Monday, May 28, 2012
Professor Dru Stevenson has written a post entitled "Should Law Schools Focus on Lawyering Skills?" on Circuit Splits. He writes,
"I do, however, disagree with the nationwide push toward making law schools into trade schools, the attempt to make the institutions less intellectual. And I recently blogged here about the direction I would like to see schools go - echoing the vision recently outlined by the Dean of the law school at Boalt Hall (California-Berkeley). Comparing law to another profession, would you prefer that your surgeon had spent more time taking courses on ‘counseling patients,’ and ‘medical clinic management,’ or more time studying cellular biology and organic chemistry? For my surgery, I would prefer the one who had a more intellectually rigorous program, not one that focused on role-playing exercises and rudimentary paperwork-completing skills. I wonder if any other profession criticizes its theoretical wing like ours does.
The most troubling aspect of turning the focus of law schools completely toward ‘skills’ is that this is the seed of our institutions' destruction. When a consensus finally emerges that the whole point of law school is training kids in the mechanical tasks of lawyering - how to write a brief, how to give an opening argument, how to look up the law on something - people will then realize that law schools are not really necessary at all for teaching ‘skills’ - these are better learned by ‘doing’ and by repetition. A law school with a skills curriculum is a law school that is not worth the time or tuition, as the same skills would be better learned on the job in apprenticeships. After we all switch to teaching mechanical skills, there will be a movement to abolish law schools completely. The academic study of law will get absorbed back into the political science departments from whence it came, and lawyer training will be done the same way we train & license paralegals."
He later adds: "Ultimately, this is a symptom of a larger problem happening at colleges and universities everywhere. As Professor Benjamin Ginsberg has described in his wonderful book The Fall of the Faculty: The Rise of the All-Administrative University and Why It Matters, undergraduate institutions nationwide are replacing academically rigorous courses for ‘life skills’ courses on subjects like event planning, how to keep a journal, social networking, and so on."
Professor Stevenson has painted an inaccurate picture of the legal education reform movement; he has produced a strawman. (Professor Stevenson can you cite to an article that advocates teaching rudimentary paperwork skills as a significant component of law school? Have you read articles on legal education by Michael Hunter Schwartz, Benjamin Spencer, Judith Wegner, Laurel Oates, James Stratman, Leah Christensen, Robin Boyle, Stef Krieger, Richard Neumann, etc.? Have you read any cognitive psychology articles on learning theory?) Those in this movement do not want to turn law schools into trade schools. We do not want to teach "mechanical" tasks or rudimentary paperwork skills. Rather, we recognize that theory and practice are inseparable. We want to combine doctrine with doing, theory with practice. We want law students to be able to apply doctrine to facts and doctrine to drafting documents.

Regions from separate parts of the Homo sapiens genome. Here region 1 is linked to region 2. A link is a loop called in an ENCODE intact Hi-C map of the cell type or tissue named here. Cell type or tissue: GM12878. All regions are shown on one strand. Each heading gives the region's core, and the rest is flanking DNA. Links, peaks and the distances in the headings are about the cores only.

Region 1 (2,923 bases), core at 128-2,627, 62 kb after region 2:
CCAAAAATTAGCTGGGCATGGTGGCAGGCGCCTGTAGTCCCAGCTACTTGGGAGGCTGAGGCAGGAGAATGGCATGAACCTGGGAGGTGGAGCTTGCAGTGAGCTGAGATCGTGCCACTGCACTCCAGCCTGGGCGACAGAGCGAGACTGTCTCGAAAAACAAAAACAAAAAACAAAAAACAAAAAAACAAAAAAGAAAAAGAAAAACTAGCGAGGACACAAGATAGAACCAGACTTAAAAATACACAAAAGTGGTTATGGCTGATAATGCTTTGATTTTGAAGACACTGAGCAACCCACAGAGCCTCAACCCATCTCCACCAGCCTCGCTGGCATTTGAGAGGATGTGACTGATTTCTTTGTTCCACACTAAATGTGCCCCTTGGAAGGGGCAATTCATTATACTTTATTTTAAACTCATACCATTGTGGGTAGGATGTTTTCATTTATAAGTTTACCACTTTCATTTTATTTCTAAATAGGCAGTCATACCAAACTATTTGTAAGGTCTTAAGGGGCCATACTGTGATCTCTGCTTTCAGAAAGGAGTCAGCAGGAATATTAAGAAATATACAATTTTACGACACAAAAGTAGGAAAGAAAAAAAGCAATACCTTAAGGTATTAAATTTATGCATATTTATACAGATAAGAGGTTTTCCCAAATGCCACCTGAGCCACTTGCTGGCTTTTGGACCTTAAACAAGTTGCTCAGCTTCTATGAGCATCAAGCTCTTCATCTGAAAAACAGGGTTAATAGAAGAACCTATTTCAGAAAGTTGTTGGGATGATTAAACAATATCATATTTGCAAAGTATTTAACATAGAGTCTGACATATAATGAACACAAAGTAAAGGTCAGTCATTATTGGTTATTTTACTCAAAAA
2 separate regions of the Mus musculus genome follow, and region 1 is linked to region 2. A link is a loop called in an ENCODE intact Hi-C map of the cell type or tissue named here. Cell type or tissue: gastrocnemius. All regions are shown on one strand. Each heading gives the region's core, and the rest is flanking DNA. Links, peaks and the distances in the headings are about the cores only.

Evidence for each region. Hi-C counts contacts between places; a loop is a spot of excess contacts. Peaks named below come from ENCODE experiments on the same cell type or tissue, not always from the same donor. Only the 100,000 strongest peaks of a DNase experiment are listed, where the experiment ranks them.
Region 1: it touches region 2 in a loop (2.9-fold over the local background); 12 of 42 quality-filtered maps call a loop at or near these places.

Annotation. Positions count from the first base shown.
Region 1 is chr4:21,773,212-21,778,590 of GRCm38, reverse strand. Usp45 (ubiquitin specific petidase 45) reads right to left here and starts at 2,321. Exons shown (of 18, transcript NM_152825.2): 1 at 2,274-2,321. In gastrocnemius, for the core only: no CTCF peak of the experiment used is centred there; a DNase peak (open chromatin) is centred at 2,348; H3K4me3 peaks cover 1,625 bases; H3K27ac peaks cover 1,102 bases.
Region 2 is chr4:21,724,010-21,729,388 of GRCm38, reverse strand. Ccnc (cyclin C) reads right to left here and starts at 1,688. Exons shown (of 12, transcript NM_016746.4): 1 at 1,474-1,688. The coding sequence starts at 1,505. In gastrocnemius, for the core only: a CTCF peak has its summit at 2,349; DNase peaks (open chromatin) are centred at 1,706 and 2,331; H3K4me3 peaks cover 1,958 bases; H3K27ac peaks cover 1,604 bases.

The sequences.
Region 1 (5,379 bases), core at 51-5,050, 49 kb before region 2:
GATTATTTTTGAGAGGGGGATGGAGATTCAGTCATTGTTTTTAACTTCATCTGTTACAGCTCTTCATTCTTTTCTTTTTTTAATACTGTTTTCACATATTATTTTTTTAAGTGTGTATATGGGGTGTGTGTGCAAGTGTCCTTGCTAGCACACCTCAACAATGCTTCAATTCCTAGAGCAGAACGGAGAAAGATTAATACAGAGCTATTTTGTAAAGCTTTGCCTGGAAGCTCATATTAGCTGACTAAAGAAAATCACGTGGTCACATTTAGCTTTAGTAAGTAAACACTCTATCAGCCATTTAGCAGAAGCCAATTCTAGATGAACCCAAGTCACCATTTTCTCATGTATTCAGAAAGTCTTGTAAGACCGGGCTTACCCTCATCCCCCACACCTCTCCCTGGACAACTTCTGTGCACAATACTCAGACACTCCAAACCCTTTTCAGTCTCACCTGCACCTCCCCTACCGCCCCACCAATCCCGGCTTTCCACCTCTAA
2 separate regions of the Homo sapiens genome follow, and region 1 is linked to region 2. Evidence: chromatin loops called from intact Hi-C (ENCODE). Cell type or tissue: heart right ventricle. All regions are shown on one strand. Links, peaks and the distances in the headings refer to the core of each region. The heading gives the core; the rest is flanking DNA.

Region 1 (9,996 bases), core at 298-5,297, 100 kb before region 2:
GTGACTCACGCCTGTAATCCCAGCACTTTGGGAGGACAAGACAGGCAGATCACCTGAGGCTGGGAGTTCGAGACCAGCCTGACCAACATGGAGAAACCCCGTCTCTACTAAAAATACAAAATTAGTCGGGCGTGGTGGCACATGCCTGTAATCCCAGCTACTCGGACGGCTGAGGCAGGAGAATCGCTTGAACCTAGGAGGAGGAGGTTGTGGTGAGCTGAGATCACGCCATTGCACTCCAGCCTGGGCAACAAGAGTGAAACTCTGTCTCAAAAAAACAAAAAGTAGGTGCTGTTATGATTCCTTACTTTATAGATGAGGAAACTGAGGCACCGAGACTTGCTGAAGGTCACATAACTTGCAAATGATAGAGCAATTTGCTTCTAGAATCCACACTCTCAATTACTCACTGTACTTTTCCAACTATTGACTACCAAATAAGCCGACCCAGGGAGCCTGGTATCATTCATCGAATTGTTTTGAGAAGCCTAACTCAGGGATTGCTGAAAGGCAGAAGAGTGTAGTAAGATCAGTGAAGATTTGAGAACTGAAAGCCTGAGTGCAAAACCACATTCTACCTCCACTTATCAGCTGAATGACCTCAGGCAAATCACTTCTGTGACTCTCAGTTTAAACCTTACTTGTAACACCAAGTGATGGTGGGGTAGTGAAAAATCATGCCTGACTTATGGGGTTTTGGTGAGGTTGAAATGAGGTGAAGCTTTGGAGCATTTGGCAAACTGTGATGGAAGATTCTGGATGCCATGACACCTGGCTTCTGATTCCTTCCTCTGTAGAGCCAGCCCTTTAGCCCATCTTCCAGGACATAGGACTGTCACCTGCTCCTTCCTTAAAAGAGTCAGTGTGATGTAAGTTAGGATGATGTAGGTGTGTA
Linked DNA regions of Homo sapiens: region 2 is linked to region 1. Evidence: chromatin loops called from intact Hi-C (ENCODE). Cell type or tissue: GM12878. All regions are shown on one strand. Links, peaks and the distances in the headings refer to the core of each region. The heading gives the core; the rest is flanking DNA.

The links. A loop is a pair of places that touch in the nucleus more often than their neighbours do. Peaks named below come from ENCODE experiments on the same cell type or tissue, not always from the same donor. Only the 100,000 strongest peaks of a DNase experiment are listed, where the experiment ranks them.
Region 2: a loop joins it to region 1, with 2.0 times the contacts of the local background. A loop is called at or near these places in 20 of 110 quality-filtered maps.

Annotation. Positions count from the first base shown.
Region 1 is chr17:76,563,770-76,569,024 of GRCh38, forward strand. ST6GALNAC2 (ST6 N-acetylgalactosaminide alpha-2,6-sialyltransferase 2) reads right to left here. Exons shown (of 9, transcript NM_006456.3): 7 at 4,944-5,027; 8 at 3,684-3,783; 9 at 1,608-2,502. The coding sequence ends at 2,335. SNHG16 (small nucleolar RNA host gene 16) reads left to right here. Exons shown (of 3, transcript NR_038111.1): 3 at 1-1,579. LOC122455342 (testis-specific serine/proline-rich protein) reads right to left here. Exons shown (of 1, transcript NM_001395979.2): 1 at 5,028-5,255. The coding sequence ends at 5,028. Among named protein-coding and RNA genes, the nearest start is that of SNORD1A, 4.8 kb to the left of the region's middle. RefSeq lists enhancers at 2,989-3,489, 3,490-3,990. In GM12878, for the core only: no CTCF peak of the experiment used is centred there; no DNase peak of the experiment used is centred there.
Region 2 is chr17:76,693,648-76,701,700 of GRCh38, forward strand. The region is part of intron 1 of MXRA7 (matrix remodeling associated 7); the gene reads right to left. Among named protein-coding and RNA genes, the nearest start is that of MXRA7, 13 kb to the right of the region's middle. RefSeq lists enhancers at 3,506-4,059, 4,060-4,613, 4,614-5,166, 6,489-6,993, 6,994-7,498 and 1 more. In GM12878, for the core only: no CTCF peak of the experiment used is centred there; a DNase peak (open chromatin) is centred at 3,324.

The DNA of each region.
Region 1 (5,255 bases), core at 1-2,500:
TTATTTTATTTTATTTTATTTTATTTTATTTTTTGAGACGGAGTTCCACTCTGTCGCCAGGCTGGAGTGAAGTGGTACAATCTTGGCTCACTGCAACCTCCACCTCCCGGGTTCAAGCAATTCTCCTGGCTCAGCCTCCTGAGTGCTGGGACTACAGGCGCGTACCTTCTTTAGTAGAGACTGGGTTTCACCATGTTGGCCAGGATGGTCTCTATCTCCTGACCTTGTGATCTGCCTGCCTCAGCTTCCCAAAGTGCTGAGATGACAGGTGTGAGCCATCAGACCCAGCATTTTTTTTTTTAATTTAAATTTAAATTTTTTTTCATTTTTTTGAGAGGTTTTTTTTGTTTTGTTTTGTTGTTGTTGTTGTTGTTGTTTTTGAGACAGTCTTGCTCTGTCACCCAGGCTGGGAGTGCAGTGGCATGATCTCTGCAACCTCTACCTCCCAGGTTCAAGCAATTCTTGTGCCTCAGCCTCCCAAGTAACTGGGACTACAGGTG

Learning theory has demonstrated that students learn better when they apply doctrine. As Kristen Holmquist has stated, "one acquires content knowledge, ‘uses’ that content in relevant ways, and thereby gains a deeper and more nuanced understanding of the original learned content." (SSRN at 16-17). She has elaborated: "Higher-order thinking skills like evaluating and creating come only after repeated opportunities to apply, or act on, memorized and then understood information." (SSRN at 15) Similarly, as Best Practices points out, "It takes time to develop expertise in legal problem-solving. Problem-solving skills can be developed only by actually working through the process of resolving problems. Developing problem-solving expertise requires repetitions of ‘training’ as against the hard world of consequences, of repeated success and failure, and some inductive efforts at understanding what works and what does not, what seems important and what does not." (Best Practices in Legal Education, at 142.) In other words, rather than developing mechanical skills, the legal education reform movement wants to develop higher order skills than the current methods of legal education, like the case method, do.